Likes Don’t Define You

I have never been a big social media poster. I’m the person that will scroll through and like other people’s posts, but I rarely post myself. I haven’t really thought much about why I don’t. I’m not sure if it’s because my mom posts often on Facebook (for a couple of years straight she bought a “Facebook Book” that was a photo album of all your posts for the year, so she documented everything she/we did) or because my brother got rid of most social media  (kept Twitter) and never posts. I have just never been one to post on social media, although at times I would like to. I recently started to think more about why I don’t post even when I want to. I don’t really want to commit to saying that I get “social media anxiety” but that could be part of it. We’ve all heard that social media can affect your mental health. It can cause FOMO (Fear of Missing Out), you may feel inadequate in your own life, and it can even cause you to feel more alone. 

For me, I worry about how many likes I get. For example, if I don’t get a certain amount of likes, it means people don’t like me. When it comes to friends and family, I know that that is not true. I have amazing loving and supportive friends and family, so why do I worry about how many likes I get on a post? Shouldn’t social media be for you and not cause you to worry about it? I think it should, but that is not the case for many people. 

I recently heard on a podcast I like that the host, Alex Cooper, is turning off her likes and comments on Instagram. She’s doing it mainly for all the hate comments she gets sent, but also says that she’s doing it for herself. She got caught photoshopping a photo and was aggressively called out for it. There were multiple viral TikTok’s addressing the photoshopping. She also got messages on Instagram from people saying they hate her for photoshopping and telling her to kill herself.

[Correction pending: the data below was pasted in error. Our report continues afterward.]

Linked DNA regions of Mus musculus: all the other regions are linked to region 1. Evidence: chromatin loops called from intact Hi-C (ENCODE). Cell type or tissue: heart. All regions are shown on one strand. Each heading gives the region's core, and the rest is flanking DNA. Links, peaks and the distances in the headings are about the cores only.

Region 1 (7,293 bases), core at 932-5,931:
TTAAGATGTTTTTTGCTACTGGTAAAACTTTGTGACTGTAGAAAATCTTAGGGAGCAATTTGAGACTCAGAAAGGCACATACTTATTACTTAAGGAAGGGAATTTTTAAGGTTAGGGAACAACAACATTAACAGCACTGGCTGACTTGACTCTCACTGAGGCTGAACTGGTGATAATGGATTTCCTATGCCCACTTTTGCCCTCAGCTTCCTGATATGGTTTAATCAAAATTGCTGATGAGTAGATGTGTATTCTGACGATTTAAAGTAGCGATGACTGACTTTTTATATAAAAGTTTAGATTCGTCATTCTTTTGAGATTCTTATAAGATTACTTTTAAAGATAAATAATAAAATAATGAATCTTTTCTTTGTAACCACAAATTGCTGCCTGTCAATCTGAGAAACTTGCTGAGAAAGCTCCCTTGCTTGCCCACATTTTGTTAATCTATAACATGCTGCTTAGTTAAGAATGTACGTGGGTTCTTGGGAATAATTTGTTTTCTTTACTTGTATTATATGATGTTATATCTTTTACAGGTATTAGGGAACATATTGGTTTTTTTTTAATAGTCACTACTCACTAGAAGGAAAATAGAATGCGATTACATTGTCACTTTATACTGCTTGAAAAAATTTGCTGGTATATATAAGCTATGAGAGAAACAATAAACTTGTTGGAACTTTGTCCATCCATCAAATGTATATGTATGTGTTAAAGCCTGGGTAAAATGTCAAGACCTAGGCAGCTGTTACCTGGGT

Hearing about the ability to turn off likes got me interested and thinking more about it. If I turned off the likes I get on my post, would that make me feel more confident in posting?

When you turn off your “likes” on a post, you can still see who’s liked the post, but others can’t see. On Instagram, it will say “Liked by @username and others” so other people won’t be able to see how many people liked the post, but you still will know. But will turning off your likes big be as big of a benefit as some people think?

Sophia Choukas-Bradley, an assistant professor of psychological and brain sciences, says that this may be a step in the right direction, but they do not believe that will be a majorly transformative change. Jeff Hancock, founding director of the Stanford Social Media Lab, also agrees. “Do I think it’s going to have a huge impact on mental health? I don’t think so”. Not many professionals think that this is going to be a huge drastic change to people’s mental health when they use social media. They all say that it is a step in the right direction. That there are some problems to work out with getting rid of the likes feature, such as being able to apply it to all posts and not individual posts. 

I believe that this is a step in the right direction and a good one for Facebook and Instagram. For me being able to apply that feature will ease my mind more of thinking people will judge me for knowing my post didn’t get thousands of likes.

1 thought on “Likes Don’t Define You

  1. I hardly post much on social media about my personal life honestly. My Facebook is a hub of memes and movie trailers, and my two Instagram accounts are dedicated not to myself, but rather to my two largest hobbies: film and Lego. I say this to inform you that I for some reason still monitor the likes on my posts. Why should I care if someone liked the dumb Star Wars meme I just shared? It has nothing to do with me. Yet social media has us so hard wired into caring about these meaningless stats, that I simply can’t help it. I think phasing out the like counter is a step in the right direction, as maybe it will lead us to caring less about these meaningless numbers. I do think there is value in giving people a choice in the matter, however, as I touch upon in my own post regarding the YouTube dislike button debacle.

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